Editorials

Local airport decisions belong at the local level

At this point, who could blame local leaders if they wanted someone else to make decisions about Hilton Head Island Airport?

Beaufort County and Town of Hilton Head Island elected leaders are being pummeled on all sides.

They get it from those who want the airport runway extended and those who don't. They are inundated with "facts" that prove that doomsday is here, no matter what they decide.

They are feeling heat from the airport's sole commercial provider, which needs trees in the flight path removed so it can put more passengers aboard each plane.

They are being blasted because it has taken to long to get those trees removed or trimmed.

At the same time, they are being challenged in court on the legality of how it came to the conclusion to remove trees.

Under these circumstances, wouldn't it be a relief to pass those headaches off to the state Division of Aeronautics?

Fortunately, that does not seem to be the sentiment, even though it could happen under bills introduced this month in the state General Assembly. The bills would move the state Division of Aeronautics from the Department of Commerce to the Department of Transportation. But both the House and Senate versions, now assigned to committees, would also give the Division of Aeronautics new authority over local airports statewide.

It would give the state the power to adopt rules and regulations in conjunction with the Federal Aviation Administration over public safety, layout, construction, operations and use of all airports. The state would gain the authority to remove or remedy any "imminent or foreseeable hazard" that would adversely affect takeoff, landing, approach and maneuvering of aircraft -- including trees and runway length -- without local approval.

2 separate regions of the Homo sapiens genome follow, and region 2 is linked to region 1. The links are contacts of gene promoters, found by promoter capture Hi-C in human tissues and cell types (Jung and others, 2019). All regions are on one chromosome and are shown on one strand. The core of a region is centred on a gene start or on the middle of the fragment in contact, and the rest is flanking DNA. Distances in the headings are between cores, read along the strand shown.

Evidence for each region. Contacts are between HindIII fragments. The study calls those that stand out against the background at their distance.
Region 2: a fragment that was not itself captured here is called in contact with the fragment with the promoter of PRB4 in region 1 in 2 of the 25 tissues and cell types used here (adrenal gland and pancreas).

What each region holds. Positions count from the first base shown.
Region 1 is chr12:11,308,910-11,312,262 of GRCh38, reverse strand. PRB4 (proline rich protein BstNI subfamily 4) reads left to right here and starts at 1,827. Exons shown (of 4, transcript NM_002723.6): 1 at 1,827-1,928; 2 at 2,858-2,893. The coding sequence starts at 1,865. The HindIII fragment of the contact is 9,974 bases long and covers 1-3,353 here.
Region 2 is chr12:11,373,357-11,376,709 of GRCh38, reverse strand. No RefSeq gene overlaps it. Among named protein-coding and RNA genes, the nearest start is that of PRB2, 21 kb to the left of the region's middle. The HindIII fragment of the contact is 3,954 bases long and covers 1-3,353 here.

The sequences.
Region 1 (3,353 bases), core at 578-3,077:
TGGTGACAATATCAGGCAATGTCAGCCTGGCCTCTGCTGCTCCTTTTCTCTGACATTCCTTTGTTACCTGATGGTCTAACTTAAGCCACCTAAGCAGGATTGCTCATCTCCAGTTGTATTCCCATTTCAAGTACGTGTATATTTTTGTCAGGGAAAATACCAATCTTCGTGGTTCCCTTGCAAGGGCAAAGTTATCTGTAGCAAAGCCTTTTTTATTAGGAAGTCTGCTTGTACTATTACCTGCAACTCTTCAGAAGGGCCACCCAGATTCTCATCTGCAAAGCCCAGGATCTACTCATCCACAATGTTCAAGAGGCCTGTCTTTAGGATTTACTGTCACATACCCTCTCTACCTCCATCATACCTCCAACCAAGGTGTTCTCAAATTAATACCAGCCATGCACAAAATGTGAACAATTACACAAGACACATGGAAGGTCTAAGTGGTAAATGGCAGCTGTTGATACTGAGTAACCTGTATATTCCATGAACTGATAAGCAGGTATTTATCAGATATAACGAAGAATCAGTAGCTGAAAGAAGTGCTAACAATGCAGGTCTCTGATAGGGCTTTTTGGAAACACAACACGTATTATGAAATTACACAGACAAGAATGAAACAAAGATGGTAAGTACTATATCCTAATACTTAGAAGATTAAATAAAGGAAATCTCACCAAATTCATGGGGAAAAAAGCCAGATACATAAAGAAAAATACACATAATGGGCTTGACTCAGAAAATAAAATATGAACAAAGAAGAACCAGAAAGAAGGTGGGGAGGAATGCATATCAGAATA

Hilton Head Island Airport -- which has been controversial for decades -- is the poster child of exactly why this legislation is bad public policy.

It is exactly because these issues are so hotly debated locally that the decisions on the local airport belong with local leaders.

Citizens who want the airport expanded deserve to vote for those who make that decision.

Citizens who want the airport closed deserve to vote for those who make that decision.

In order for local leaders to be held accountable by voters, they must have the power to make local decisions.

Only local leaders can feel the pulse of the community and sort out what is best for neighbors of the airport and the community at-large.

Citizens can help them discern between the general interests of the community and the special interests that may try to influence policy. Citizen influence would wane if the decisions were taken to Columbia.

Airports and their related issues of noise, safety and economic development are not uniform statewide. Local standards on development and quality of life vary from town to town. The state should insert its control only on issues that are the same in communities statewide.

South Carolina has already wrestled with this problem. In the 1970s, voters approved a constitutional change and the legislature enacted the Home Rule Act that moved more local decisions to the local level. Home Rule is rooted in the one-man, one-vote principle that puts local accountability where it belongs -- on the backs of local leaders who are hired and fired by local voters.

Town of Hilton Head Island leaders have expressed philosophical problems with the state controlling the airport, as proposed in the new legislation. It is precisely because local people care so deeply about the airport that its control belongs here, no matter how hot the debate gets.

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